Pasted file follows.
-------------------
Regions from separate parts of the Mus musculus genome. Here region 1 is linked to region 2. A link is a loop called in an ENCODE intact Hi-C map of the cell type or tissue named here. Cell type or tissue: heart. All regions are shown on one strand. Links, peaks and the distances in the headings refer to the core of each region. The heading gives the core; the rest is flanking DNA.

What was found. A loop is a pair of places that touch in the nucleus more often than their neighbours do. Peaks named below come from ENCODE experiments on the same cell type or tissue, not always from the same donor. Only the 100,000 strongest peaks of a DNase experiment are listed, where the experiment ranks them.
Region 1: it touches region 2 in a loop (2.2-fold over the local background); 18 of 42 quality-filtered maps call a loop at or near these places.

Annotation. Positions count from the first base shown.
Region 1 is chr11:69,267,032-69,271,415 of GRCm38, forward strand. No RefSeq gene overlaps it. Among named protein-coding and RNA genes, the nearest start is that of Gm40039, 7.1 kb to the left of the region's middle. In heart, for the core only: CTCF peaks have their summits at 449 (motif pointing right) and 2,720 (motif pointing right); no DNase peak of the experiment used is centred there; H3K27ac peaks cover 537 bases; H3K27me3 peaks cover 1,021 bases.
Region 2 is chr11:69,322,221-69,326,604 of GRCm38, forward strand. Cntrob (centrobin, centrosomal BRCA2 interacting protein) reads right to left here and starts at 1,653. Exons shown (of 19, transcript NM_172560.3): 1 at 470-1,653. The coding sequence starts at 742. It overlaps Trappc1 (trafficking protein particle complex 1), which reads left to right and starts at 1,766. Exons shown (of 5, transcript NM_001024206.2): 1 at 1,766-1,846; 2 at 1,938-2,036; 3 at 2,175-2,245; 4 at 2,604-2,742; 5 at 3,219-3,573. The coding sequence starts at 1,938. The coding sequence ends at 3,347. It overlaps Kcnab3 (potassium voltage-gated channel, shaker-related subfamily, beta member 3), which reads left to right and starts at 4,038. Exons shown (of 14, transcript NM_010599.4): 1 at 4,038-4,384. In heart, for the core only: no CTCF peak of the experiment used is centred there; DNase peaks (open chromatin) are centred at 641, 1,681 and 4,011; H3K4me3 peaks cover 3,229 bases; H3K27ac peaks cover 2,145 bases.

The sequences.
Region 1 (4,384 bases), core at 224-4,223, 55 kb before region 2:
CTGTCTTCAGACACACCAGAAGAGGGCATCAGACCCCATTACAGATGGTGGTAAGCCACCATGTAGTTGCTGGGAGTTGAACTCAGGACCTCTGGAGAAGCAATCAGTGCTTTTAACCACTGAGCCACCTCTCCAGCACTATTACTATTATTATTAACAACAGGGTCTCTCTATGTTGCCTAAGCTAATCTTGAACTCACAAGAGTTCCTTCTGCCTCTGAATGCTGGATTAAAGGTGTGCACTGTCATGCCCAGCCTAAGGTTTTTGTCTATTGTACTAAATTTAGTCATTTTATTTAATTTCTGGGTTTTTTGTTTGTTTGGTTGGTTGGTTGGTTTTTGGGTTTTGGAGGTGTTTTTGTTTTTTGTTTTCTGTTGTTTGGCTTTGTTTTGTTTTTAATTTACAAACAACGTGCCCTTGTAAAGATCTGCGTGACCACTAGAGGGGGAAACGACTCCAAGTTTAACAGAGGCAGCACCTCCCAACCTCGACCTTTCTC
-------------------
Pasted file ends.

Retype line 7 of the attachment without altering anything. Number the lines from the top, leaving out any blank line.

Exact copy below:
The sequences.